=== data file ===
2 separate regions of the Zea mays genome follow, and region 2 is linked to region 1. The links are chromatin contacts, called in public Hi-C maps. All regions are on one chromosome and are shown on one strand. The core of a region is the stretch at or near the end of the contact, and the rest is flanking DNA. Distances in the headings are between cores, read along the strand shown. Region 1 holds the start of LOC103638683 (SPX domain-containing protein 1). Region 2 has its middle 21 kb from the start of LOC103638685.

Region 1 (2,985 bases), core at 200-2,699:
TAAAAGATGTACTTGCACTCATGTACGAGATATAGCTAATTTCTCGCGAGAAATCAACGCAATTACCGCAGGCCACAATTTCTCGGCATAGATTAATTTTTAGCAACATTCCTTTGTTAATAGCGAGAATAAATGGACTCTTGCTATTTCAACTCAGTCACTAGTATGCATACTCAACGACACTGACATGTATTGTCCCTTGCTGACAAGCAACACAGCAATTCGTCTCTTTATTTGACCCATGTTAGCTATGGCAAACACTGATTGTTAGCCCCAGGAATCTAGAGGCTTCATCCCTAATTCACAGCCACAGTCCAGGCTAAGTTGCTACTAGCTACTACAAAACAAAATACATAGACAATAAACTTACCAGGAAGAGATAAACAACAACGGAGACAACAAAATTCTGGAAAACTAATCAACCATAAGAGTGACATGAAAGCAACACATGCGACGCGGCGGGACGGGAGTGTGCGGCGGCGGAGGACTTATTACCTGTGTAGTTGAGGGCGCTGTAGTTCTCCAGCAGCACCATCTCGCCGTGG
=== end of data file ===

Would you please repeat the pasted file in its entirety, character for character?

2 separate regions of the Zea mays genome follow, and region 2 is linked to region 1. The links are chromatin contacts, called in public Hi-C maps. All regions are on one chromosome and are shown on one strand. The core of a region is the stretch at or near the end of the contact, and the rest is flanking DNA. Distances in the headings are between cores, read along the strand shown. Region 1 holds the start of LOC103638683 (SPX domain-containing protein 1). Region 2 has its middle 21 kb from the start of LOC103638685.

Region 1 (2,985 bases), core at 200-2,699:
TAAAAGATGTACTTGCACTCATGTACGAGATATAGCTAATTTCTCGCGAGAAATCAACGCAATTACCGCAGGCCACAATTTCTCGGCATAGATTAATTTTTAGCAACATTCCTTTGTTAATAGCGAGAATAAATGGACTCTTGCTATTTCAACTCAGTCACTAGTATGCATACTCAACGACACTGACATGTATTGTCCCTTGCTGACAAGCAACACAGCAATTCGTCTCTTTATTTGACCCATGTTAGCTATGGCAAACACTGATTGTTAGCCCCAGGAATCTAGAGGCTTCATCCCTAATTCACAGCCACAGTCCAGGCTAAGTTGCTACTAGCTACTACAAAACAAAATACATAGACAATAAACTTACCAGGAAGAGATAAACAACAACGGAGACAACAAAATTCTGGAAAACTAATCAACCATAAGAGTGACATGAAAGCAACACATGCGACGCGGCGGGACGGGAGTGTGCGGCGGCGGAGGACTTATTACCTGTGTAGTTGAGGGCGCTGTAGTTCTCCAGCAGCACCATCTCGCCGTGG